Maha Aldhalimi of Wayne County said that a police officer arrested her on Sept. 15, 2004, after spotting her in a no-parking zone outside a Wal-Mart store in Dearborn. After checking her license and registration, the officer said she “had a warrant for her arrest for an unpaid parking violation.”
The officer then took her to the police station and ordered her to remove her headscarf, known as hijab, for her booking photo, the lawsuit said.
Aldhalimi said she started crying and explained to the male officers that she could not remove it because it would violate her religious beliefs. Her son, who had arrived at the police station, also told the officers that she could not remove it for religious reasons.
Observant Muslim women who wear hijab believe that their hair can only be exposed to women or men who are their family relatives; it’s part of an overall code of dressing modestly that they say is required in Islam.
The officers ignored Aldhalimi’s concerns and ordered her “to remove her hijab or it would be removed involuntarily against her will,” the lawsuit said.
Aldhalimi said she “was shivering and crying from the humiliation and distress of the encounter and orders.”
Reluctantly, she then removed the headscarf.
The lawsuit was filed in U.S. District Court in Detroit by Troy attorney Shereef Akeel, and attorneys Fatina Abdrabboh and Reem Subei with the Michigan chapter of the American-Arab Anti-Discrimination Committee.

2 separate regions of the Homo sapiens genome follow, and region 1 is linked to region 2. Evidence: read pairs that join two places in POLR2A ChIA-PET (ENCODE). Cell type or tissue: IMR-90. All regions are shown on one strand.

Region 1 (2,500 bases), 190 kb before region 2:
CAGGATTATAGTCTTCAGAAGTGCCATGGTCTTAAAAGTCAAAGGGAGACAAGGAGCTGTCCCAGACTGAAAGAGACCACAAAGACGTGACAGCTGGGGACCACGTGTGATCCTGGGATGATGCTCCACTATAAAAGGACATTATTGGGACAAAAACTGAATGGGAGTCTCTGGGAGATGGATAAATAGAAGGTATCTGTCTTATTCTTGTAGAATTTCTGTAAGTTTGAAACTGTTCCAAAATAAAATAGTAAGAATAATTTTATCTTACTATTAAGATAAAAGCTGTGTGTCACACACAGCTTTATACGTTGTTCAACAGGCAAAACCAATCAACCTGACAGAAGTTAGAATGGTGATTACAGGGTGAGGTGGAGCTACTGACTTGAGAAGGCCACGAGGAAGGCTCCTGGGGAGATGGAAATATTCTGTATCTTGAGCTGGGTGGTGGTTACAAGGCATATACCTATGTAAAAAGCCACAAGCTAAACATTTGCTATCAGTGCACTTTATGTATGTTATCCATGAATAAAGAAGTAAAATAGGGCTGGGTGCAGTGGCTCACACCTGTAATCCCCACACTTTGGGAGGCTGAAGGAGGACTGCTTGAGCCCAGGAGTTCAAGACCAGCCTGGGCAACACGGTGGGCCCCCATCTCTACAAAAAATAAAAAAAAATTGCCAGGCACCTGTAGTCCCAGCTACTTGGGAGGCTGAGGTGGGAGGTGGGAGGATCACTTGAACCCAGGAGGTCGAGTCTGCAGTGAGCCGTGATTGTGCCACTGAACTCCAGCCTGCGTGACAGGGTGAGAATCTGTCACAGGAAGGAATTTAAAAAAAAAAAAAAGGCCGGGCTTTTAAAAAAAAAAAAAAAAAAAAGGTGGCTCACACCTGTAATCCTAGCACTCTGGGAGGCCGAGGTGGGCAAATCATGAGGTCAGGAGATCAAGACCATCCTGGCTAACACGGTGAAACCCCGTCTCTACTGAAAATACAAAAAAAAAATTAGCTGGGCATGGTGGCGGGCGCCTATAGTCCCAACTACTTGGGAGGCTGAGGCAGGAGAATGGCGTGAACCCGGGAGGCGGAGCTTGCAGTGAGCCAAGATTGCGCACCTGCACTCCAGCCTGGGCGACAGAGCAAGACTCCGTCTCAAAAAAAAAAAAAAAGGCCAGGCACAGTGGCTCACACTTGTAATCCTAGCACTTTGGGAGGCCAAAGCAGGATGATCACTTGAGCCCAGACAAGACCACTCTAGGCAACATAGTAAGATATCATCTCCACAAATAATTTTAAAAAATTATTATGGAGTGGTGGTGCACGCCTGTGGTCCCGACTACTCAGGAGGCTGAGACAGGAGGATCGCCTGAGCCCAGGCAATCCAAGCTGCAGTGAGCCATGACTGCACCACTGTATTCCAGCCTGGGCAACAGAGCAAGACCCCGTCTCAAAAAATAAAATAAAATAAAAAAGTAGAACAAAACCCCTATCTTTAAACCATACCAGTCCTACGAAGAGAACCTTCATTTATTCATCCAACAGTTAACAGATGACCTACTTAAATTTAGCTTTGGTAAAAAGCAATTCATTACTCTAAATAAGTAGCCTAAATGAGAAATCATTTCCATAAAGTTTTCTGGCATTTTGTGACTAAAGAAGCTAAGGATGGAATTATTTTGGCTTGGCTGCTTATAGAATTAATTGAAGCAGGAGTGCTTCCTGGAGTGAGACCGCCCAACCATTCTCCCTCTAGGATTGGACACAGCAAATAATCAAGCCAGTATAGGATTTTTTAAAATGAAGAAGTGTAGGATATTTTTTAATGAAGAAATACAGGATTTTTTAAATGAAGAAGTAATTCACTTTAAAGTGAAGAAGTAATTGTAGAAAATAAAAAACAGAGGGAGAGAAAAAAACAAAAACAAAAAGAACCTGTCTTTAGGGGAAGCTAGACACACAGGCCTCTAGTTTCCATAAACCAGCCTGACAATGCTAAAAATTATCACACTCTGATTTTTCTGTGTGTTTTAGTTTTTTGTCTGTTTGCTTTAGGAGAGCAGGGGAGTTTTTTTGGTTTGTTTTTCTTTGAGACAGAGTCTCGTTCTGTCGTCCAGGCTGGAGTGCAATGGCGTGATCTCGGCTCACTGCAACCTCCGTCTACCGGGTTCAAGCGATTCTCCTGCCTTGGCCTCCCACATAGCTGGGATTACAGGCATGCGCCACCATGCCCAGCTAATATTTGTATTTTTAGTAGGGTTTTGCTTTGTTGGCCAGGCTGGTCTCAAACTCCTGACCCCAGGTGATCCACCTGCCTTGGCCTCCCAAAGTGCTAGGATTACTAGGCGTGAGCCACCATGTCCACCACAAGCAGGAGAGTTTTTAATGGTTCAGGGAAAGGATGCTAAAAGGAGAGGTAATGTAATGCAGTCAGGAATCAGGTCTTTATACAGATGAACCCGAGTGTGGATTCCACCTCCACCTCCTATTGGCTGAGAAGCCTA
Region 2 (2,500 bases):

The lawsuit is the latest case involving Muslim women in Michigan who say they are forced to remove their hijab by police or to seek services. Other women who wear hijab have complained about how they are treated by Dearborn Police.
Separate lawsuits were filed this year on behalf of Muslim women wearing hijab against Dearborn Heights Police and Oceana County Sheriff. Dearborn Heights Police said in a court filing this year that they have the right to remove a hijab for security reasons.
The city of Dearborn did not comment on the lawsuit, saying it had not yet been served with it. The city also did not comment on their policies on how they treat Muslim women who wear hijab when they are in police custody.
Courtesy: Detroit Free Press